-- Sen. Ted Cruz (R-TX/Canada)
I am quite certain that Sen. Cruz is 100% correct, that a whole lot of people in this country do indeed feel exactly the same way he does. The problem here is, unlike Mr. Cruz, not a single one of them is running to be President of the United States, hoping to become chief executive of the entire country, whatever their religious beliefs, Commander-in-Chief of the U.S. armed forces, swearing an oath to protect, preserve and defend the U.S. Constitution. (A Constitution, it should be noted, which whimsically includes the very First Amendment.about making no law in regards to religion or the establishment thereof.)
By the way, for what it's worth, I'm one of those "whole lot of people in this country" who actually feels exactly the same as Ted Cruz -- that he is indeed a Christian first, and an American second. And a Republican fourth. I would add, too, that if I was a Republican, it would creep me out to read a statement like this and even consider voting for him to be president. Or pretty much anything. Including leader of my party, which he puts fourth.
I also think it probably wasn't a great political tactic of Mr. Cruz to proclaim he was an American second. After all, it comes as a sensitive time for and and leaves a wide opening for his opponents to say, "Ted Cruz's statement doesn't surprise me, since I would expect any person who was born in Canada to say he was an American second."
In fairness, there's at least one perspective where his statement is reasonable. That's if he was running to be Pope. Unfortunately, a) the job isn't open, and b) he's not.
An article I read on Daily Kos asked the pointed question, imagine if a candidate for president who was Jewish said that he or she was a Jew first, rather than an American. Their candidacy would be over. (The author noted, as well, that if any prominent American -- not even a candidate for president or any office -- noted being a Muslim before being an American. "Heads would explode."
I'll go a step further with specifics. If John F. Kennedy had said this in 1960, he not only wouldn't have been elected president, he would not have gotten the Democratic nomination. A great many Americans were concerned that a Catholic president would take orders directly from the Pope. The barrier was so strong that Mr. Kennedy felt it necessary to address the issue head-on and went to the Greater Houston Ministerial Association, an organization of Protestant clergymen and gave a long speech on the subject. Among other things, he said --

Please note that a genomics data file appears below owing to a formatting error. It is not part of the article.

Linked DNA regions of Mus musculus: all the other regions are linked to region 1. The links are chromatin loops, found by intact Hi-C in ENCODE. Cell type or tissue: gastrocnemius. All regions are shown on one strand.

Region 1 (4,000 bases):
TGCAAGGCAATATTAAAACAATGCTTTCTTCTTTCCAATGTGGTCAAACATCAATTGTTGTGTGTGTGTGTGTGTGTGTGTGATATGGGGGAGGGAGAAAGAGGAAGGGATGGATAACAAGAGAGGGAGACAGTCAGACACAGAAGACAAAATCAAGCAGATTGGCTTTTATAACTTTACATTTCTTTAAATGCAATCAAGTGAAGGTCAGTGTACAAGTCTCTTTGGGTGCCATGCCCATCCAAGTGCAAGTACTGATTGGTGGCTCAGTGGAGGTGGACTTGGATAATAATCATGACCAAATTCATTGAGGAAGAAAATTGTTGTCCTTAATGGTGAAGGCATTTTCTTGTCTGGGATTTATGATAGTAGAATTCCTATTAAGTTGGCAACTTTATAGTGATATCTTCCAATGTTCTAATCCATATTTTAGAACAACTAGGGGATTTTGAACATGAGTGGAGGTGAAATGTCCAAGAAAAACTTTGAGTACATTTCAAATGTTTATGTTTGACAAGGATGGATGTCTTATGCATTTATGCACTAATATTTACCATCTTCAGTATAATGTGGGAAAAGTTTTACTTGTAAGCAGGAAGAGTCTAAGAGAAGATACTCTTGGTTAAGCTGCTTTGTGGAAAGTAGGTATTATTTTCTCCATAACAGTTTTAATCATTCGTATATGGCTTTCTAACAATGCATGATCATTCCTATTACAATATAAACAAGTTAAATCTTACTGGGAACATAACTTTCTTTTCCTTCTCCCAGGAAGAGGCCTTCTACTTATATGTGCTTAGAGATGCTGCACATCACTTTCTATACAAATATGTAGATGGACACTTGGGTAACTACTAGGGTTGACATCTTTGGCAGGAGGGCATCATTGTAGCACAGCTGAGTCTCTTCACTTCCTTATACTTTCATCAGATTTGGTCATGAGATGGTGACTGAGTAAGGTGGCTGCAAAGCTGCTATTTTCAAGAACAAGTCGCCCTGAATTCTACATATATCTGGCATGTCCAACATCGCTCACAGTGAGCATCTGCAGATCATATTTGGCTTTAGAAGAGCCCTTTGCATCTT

I believe in an America where the separation of church and state is absolute, where no Catholic prelate would tell the president (should he be Catholic) how to act, and no Protestant minister would tell his parishioners for whom to vote; where no church or church school is granted any public funds or political preference; and where no man is denied public office merely because his religion differs from the president who might appoint him or the people who might elect him.
I believe in an America that is officially neither Catholic, Protestant nor Jewish; where no public official either requests or accepts instructions on public policy from the Pope, the National Council of Churches or any other ecclesiastical source; where no religious body seeks to impose its will directly or indirectly upon the general populace or the public acts of its officials; and where religious liberty is so indivisible that an act against one church is treated as an act against all.
He addressed the issue forcibly, as well, in West Virginia, which had the lowest percentage of Catholics of any state in the Union, and ended up winning the state's primary, which is considered the turning point in his campaign.
Certainly the situation of being Catholic is different from declaring one a Christian, but the principle of situation of the separation of church and state and no religious test for office is the same, as is the concept of considering if Kennedy had said he was a Christian first.
For that matter, imagine if Barack Obama had ever said that he considered himself a black man first, and an American second. Conservative Republicans went nutso crazy when he and his wife simply tapped fists together, painting it as a black fist-bump.
Yet there is Ted Cruz telling the public that before being an American he is a Christian. That his personal beliefs have precedence over any decisions he would have to make for the good of all America. (For goodness sake, he only had "Republican" fourth, remarkable for someone who wants to be the leader of Republicans.)
Then again, Donald Trump just told people that he believed he could walk down Fifth Avenue and shoot a person, and not lose any support. Quite a gallingly thoughtless and mindlessly insensitive thing for anyone to say at any time, let alone in today's gun culture of mass shootings. But most especially if you want to be President of the United States.
So, I'm not quite sure if my level of disbelief of how today's leading Republican Party candidates continually say things that disqualify themselves from being President could get any lower. Though they keep trying. And Ted Cruz came pretty darn close.